We present a comparison between the Parkes radio surveys (Filipovic etal. 1995) and Vacuum Ultra-Violet (VUV) surveys (Smith et al. 1987) ofthe Large Magellanic Clouds (LMC). We have found 72 sources in common inthe LMC which are known HII regions (52) and supernova remnants (SNRs)(19). Some of these radio sources are associated with two or more UVstellar associations. A comparison of the radio flux densities andionising UV flux for HII regions shows a very good correlation, asexpected from theory. Many of the Magellanic Clouds (MCs) SNRs areembedded in HII regions, so there is also a relation between radio andUV which we attribute to the surrounding HII regions.

The Progenitor Masses of Wolf-Rayet Stars and Luminous Blue Variables Determined from Cluster Turnoffs. I. Results from 19 OB Associations in the Magellanic Clouds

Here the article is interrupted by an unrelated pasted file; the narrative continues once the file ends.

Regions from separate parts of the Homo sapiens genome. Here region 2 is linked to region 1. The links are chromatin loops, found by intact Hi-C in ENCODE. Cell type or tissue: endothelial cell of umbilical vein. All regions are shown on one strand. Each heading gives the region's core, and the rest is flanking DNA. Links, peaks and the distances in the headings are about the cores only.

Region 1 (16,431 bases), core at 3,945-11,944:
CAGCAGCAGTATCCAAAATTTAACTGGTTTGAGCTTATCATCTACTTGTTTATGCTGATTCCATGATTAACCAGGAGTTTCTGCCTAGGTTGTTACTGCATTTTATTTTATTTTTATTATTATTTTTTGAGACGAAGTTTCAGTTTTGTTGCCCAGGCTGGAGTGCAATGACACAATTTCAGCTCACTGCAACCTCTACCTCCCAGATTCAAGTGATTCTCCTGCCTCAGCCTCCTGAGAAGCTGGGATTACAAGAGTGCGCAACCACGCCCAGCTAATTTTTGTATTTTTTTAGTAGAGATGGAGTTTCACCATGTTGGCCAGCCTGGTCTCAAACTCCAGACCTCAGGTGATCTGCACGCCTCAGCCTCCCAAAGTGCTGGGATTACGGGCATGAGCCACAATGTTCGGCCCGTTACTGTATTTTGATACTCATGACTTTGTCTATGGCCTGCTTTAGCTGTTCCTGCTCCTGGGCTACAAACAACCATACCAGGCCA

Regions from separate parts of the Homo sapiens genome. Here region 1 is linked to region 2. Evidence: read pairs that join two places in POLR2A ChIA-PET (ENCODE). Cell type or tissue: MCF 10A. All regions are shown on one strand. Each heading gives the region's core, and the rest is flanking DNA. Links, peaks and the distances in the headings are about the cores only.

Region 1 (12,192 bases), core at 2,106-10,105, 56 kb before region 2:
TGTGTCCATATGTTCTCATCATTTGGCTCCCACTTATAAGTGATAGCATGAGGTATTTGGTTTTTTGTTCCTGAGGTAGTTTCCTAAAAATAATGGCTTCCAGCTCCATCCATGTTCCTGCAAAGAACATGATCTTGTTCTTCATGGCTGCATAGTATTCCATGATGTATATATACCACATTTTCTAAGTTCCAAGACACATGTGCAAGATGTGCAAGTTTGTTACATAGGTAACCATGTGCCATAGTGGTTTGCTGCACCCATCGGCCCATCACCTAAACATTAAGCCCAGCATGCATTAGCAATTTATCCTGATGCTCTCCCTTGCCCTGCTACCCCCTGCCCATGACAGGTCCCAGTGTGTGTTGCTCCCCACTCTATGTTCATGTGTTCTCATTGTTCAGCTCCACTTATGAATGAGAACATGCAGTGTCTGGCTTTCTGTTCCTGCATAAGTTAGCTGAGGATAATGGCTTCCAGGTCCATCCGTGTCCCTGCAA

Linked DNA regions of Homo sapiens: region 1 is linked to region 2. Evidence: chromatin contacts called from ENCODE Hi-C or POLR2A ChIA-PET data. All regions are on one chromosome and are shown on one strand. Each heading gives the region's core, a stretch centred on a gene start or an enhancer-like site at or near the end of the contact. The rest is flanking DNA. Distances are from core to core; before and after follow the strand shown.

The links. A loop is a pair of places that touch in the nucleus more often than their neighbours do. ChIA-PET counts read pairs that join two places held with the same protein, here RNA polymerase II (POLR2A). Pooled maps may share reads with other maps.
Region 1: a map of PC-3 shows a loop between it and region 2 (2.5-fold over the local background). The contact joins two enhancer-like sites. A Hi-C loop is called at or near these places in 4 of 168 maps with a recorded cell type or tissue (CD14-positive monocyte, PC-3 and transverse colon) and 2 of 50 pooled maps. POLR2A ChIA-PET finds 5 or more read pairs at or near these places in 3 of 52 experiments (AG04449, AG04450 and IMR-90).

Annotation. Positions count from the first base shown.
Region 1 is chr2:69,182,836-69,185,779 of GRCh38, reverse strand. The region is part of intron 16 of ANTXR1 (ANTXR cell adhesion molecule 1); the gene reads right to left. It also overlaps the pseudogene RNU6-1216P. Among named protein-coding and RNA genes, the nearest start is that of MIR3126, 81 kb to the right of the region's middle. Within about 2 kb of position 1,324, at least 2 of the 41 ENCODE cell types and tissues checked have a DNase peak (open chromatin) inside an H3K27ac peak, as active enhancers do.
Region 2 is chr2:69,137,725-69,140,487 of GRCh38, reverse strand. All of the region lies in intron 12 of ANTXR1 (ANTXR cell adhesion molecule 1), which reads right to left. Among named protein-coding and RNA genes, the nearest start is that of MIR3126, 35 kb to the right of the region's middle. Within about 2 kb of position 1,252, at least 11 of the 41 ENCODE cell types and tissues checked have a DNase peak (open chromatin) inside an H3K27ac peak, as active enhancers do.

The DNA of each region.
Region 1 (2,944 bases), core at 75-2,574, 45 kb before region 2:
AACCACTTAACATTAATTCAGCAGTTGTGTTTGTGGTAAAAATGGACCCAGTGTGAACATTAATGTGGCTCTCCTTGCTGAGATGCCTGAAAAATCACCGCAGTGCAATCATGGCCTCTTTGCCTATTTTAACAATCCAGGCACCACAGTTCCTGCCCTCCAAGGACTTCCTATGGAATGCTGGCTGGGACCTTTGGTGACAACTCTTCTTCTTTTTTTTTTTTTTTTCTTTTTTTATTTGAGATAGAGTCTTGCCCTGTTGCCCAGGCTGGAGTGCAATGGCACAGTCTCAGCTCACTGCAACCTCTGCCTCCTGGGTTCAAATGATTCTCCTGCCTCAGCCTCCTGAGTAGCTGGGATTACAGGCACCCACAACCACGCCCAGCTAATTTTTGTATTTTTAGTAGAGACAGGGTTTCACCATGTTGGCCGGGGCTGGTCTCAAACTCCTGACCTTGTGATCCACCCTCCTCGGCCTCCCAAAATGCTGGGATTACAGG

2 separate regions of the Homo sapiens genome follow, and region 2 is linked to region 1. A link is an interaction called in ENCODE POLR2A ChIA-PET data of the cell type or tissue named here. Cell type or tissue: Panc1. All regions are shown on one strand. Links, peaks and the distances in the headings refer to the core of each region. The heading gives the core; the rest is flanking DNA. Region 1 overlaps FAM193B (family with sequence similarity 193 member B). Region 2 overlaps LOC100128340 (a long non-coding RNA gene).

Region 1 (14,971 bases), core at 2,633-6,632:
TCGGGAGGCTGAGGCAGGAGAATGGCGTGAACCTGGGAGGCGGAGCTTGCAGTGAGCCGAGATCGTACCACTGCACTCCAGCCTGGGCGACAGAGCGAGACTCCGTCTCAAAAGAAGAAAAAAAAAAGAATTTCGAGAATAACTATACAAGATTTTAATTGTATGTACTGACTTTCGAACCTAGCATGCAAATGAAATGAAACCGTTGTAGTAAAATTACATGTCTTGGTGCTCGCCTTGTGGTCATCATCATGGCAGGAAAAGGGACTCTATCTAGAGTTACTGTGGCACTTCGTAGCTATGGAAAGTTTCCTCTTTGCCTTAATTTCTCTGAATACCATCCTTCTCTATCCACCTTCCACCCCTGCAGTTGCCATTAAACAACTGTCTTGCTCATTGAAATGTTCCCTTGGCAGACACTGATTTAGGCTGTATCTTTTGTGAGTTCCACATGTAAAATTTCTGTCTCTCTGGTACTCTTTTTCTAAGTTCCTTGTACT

We combine new CCD UBV photometry and spectroscopy with those from theliterature to investigate 19 Magellanic Cloud OB associations thatcontain Wolf-Rayet (W-R) and other types of evolved, massive stars. Ourspectroscopy reveals a wealth of newly identified interesting objects,including early O-type supergiants, a high-mass, double-lined binary inthe SMC, and, in the LMC, a newly confirmed luminous blue variable (LBV;R85), a newly discovered W-R star (Sk -69°194), and a newly foundluminous B[e] star (LH 85-10). We use these data to provide precisereddening determinations and construct physical H-R diagrams for theassociations. We find that about half of the associations may be highlycoeval, with the massive stars having formed over a short period(Δτ<1 Myr). The (initial) masses of the highest massunevolved stars in the coeval clusters may be used to estimate themasses of the progenitors of W-R and other evolved stars found in theseclusters. Similarly, the bolometric luminosities of the highest massunevolved stars can be used to determine the bolometric corrections(BCs) for the evolved stars, providing a valuable observational basisfor evaluating recent models of these complicated atmospheres. What wefind is the following: (1) Although their numbers is small, it appearsthat the W-R stars in the SMC come from only the highest mass (greaterthan 70 Msolar) stars. This is in accord with ourexpectations that at low metallicities only the most massive andluminous stars will have sufficient mass loss to become W-R stars. (2)In the LMC, the early-type WN (WNE) stars occur in clusters whoseturnoff masses range from 30 to 100 Msolar or more. Thissuggests that possibly all stars with mass greater than 30Msolar pass through a WNE stage at LMC metallicities. (3) Theone WC star in the SMC is found in a cluster with a turnoff mass of 70Msolar, the same as that for the SMC WN stars. In the LMC,the WC stars are found in clusters with turnoff masses of 45Msolar or higher, similar to what is found for the LMC WNstars. Thus we conclude that WC stars come from essentially the samemass range as do WN stars and indeed are often found in the sameclusters. This has important implications for interpreting therelationship between metallicity and the WC/WN ratio found in LocalGroup galaxies, which we discuss. (4) The LBVs in our sample come fromvery high mass stars (greater than 85 Msolar), similar towhat is known for the Galactic LBV η Car, suggesting that only themost massive stars go through an LBV phase. Recently, Ofpe/WN9 starshave been implicated as LBVs after one such star underwent an LBV-likeoutburst. However, our study includes two Ofpe/WN9 stars, BE 381 and Br18, which we find in clusters with much lower turnoff masses (25-35Msolar). We suggest that Ofpe/WN9 stars are unrelated to``true'' LBVs: not all ``LBV-like outbursts'' may have the same cause.Similarly, the B[e] stars have sometimes been described as LBV-like.Yet, the two stars in our sample appear to come from a large mass range(30-60 Msolar). This is consistent with other studies,suggesting that B[e] stars cover a large range in bolometricluminosities. (5) The bolometric corrections of early WN and WC starsare found to be extreme, with an average BC(WNE) of -6.0 mag and anaverage BC(WC4) of -5.5 mag. These values are considerably more negativethan those of even the hottest O-type stars. However, similar valueshave been found for WNE stars by applying Hillier's ``standard model''for W-R atmospheres. We find more modest BCs for the Ofpe/WN9 stars(BC=-2 to -4 mag), also consistent with recent analysis done with thestandard model. Extension of these studies to the Galactic clusters willprovide insight into how massive stars evolve at differentmetallicities.